The HP-35 was Hewlett-Packard's first pocket calculator and the world's first scientific pocket calculator (a calculator with trigonometric and exponential functions). Like some of HP's desktop calculators, it used reverse Polish notation. Introduced at US$395, the HP-35 was available from 1972 to 1975.

Market studies had shown no market for pocket sized calculators at the anticipated price. In about 1970 HP co-founder Bill Hewlett challenged his co-workers to create a "shirt-pocket sized HP-9100". About twelve HP-35 portable calculators were made as a "hack" by and for other engineers at HP. It is rumored that the development engineer got carried away and included a full suite of scientific functions to satisfy requests from his co-workers. When these prototypes proved popular, HP decided to turn the HP-35 into a commercial product. The HP-35 was the first calculator with a full suite of trigonometric and transcendental functions.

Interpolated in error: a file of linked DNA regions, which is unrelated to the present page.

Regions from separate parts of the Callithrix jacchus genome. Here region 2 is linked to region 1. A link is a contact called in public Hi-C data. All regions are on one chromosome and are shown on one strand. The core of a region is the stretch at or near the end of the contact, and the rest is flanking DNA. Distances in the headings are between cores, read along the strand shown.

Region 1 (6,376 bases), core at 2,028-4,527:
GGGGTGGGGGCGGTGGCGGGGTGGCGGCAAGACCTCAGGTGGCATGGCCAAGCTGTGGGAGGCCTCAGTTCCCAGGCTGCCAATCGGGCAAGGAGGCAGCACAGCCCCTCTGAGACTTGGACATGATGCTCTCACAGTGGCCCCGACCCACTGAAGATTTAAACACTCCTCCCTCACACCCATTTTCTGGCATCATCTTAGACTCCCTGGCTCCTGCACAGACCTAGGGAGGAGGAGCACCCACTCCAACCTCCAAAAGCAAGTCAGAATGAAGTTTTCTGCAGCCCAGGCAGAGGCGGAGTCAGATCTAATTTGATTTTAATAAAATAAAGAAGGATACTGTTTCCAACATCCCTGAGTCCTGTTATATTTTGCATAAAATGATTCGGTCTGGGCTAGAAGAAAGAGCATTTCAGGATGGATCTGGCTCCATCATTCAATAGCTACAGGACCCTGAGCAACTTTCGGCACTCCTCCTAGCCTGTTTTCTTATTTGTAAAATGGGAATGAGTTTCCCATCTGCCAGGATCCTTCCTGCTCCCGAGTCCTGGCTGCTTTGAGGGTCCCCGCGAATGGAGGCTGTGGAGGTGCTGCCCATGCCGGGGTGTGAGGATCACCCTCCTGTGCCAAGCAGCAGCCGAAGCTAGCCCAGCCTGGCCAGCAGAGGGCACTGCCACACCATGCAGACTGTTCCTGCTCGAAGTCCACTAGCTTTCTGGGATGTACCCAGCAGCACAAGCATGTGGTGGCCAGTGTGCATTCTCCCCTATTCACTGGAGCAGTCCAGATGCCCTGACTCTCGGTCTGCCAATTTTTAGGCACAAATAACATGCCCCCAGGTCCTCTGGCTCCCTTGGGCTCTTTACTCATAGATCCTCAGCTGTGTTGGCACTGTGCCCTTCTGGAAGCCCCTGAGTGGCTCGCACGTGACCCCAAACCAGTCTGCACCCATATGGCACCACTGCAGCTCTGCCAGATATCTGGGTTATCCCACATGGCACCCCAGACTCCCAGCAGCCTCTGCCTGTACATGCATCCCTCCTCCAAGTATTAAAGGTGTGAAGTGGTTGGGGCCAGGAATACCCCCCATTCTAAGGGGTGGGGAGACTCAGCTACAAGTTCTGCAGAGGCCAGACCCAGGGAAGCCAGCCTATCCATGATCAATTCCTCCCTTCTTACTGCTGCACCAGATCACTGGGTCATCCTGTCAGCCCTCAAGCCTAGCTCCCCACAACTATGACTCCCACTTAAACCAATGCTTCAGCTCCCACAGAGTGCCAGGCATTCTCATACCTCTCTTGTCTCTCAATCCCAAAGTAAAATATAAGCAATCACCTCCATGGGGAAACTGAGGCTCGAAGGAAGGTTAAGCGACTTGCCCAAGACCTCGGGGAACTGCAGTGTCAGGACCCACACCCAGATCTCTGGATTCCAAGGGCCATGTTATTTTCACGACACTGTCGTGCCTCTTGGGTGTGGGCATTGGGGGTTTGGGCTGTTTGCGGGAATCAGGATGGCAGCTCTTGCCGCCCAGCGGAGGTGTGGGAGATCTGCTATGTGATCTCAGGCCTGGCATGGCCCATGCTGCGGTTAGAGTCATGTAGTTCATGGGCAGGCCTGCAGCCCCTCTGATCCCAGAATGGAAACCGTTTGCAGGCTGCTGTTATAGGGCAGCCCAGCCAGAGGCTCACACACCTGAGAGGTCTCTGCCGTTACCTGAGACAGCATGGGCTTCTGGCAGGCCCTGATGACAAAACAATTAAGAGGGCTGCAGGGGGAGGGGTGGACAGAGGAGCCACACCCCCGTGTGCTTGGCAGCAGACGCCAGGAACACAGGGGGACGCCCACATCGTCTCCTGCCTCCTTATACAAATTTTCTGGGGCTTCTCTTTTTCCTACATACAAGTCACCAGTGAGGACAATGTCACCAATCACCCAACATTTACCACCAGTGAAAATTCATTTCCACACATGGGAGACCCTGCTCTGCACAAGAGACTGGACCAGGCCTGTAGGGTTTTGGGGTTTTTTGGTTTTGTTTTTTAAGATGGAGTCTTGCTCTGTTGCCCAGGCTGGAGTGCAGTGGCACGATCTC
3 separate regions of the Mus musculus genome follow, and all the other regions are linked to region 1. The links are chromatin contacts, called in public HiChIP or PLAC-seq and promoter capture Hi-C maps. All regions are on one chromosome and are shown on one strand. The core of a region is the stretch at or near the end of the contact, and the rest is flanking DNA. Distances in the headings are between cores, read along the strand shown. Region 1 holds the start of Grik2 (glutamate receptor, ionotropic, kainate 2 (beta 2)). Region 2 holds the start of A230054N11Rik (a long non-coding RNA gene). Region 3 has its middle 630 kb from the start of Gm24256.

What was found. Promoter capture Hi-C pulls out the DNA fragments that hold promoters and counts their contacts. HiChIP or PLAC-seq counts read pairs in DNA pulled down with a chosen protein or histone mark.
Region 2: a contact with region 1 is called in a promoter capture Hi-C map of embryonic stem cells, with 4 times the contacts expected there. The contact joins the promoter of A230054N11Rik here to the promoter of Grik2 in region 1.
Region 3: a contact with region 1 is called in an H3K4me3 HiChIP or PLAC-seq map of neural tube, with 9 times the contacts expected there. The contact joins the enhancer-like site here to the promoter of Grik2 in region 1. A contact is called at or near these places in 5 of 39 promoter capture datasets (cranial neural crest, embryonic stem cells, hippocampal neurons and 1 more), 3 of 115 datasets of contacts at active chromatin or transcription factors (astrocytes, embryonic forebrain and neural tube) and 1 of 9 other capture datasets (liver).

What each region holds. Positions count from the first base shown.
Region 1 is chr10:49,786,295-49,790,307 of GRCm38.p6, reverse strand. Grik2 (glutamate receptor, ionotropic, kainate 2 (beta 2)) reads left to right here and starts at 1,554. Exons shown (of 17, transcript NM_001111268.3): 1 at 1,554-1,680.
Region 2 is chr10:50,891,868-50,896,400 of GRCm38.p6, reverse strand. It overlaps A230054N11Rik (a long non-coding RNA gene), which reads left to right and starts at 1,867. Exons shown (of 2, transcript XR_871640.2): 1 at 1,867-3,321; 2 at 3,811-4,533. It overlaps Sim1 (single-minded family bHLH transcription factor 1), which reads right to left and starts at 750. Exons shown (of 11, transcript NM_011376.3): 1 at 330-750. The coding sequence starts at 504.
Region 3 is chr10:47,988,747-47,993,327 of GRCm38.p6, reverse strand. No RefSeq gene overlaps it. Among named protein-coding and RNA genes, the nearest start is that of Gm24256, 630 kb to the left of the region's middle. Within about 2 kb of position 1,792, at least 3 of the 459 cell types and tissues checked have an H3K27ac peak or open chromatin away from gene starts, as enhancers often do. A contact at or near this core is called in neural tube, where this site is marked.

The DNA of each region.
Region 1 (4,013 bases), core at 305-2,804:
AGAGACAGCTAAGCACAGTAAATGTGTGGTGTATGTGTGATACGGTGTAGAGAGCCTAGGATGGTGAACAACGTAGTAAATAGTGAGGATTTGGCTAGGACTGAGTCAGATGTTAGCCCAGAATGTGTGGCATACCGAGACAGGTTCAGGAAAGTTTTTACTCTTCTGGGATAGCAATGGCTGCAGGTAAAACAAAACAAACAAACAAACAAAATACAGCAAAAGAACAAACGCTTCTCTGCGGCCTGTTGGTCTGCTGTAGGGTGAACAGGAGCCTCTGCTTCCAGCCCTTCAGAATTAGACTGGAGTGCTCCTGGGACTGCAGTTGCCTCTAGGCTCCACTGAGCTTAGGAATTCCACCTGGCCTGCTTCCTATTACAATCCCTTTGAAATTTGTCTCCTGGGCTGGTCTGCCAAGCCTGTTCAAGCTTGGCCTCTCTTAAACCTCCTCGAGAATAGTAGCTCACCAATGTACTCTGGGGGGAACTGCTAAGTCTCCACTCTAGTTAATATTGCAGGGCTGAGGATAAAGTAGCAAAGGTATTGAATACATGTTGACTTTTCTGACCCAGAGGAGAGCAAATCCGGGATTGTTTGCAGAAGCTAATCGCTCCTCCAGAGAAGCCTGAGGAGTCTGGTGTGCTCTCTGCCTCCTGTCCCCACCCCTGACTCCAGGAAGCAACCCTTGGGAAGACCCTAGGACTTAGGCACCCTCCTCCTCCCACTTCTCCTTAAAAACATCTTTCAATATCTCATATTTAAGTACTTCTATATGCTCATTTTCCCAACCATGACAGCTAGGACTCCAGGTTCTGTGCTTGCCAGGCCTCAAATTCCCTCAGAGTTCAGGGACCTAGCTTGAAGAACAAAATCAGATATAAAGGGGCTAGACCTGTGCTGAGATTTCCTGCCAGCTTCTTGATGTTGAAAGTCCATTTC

In the first months orders were exceeding HP's expectations as to the entire market size, which was 10,000 units per year. Before the HP-35, the only practical portable devices for performing trigonometric and exponential functions were slide rules. Existing pocket calculators at the time were only four-function, i.e., they could only perform addition, subtraction, multiplication, and division. It had been originally known simply as "The Calculator", but Hewlett suggested that it be called the HP-35, because it had 35 keys.

On July 12, 2007 HP announced the release of the "retro"-look HP 35s in commemoration of the original HP-35.

The HP-35 was named an IEEE Milestone in 2009.

Read more about HP-35:  Description, Descendants, Calculator Trivia

Other related articles:

HP-35 - Calculator Trivia
... The HP-35 was 5.8 inches (150 mm) long and 3.2 inches (81 mm) wide, said to have been designed to fit into one of William Hewlett's shirt pockets ... The LED display power requirement was responsible for the HP-35's short battery life between charges — about three hours ... The HP-35 calculated arithmetic, logarithmic, and trigonomic functions but the complete implementation used only 767 carefully chosen instructions (7670 bits) ...